Russia covid vaccine

By Donnelly McCleland

Global coronavirus infections surged past 65 million on Friday [5 December] even as countries doubled down on restrictions and plans to roll out vaccines gathered pace. The World Health Organisation (WHO) warned against complacency and what it said was an erroneous belief that because vaccines are on the near-horizon, the Covid-19 crisis is over. Britain on Wednesday [2 December] became the first Western country to approve a vaccine for general use, piling pressure on other countries to follow suit swiftly. A growing number of leaders are saying they plan to be vaccinated in public to build trust. Anti-vaccine sentiment has been rising in recent years, which could hamper efforts to reach a sufficient number of people to effectively slow down the spread of the virus. (AFP)

Vaccine roll-out begins in numerous countries

On Tuesday 7 December, the UK became the first Western nation to start vaccinating its general population, in what has been described as “a decisive watershed in defeating the coronavirus”. An estimated 800,000 doses of the Pfizer/BioNTech vaccine will be administered from about 70 hospitals nationwide, and up to four million is expected to be given by the end of the month. The programme aims to protect the most vulnerable – initially the over-80s and some healthcare staff – and return the nation to normal life.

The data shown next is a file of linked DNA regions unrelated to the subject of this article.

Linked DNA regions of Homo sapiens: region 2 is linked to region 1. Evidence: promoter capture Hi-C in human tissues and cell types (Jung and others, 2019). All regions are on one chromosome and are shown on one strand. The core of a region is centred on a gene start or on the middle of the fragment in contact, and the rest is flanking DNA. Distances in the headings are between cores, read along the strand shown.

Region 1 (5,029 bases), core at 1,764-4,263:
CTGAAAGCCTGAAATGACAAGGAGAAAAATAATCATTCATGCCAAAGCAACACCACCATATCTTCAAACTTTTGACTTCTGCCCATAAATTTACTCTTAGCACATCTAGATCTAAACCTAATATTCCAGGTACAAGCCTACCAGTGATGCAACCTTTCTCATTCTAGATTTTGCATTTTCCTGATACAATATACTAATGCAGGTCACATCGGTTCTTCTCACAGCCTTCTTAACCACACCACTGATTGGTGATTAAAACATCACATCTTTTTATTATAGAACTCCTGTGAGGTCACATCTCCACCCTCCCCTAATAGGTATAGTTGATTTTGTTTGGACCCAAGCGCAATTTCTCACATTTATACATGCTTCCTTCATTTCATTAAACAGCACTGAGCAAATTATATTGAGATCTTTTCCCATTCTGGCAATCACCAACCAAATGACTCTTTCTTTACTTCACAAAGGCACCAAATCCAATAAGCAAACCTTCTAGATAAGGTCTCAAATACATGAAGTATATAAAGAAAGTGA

On Saturday 4 December, Russia’s coronavirus taskforce said it began distributing the Sputnik V vaccine to 70 clinics across the capital Moscow, marking Russia’s first mass Covid-19 immunisation. The Russian-made vaccine is being made available first to doctors and other medical workers, teachers, and social workers because they run the highest risk of exposure to the disease. Scientists have raised concerns about the speed at which Russia has worked, giving the regulatory go-ahead for its vaccines, and launching mass vaccinations before full safety and efficacy trials had been completed. The Sputnik V vaccine is administered in two injections, the second dose given 21 days after the first.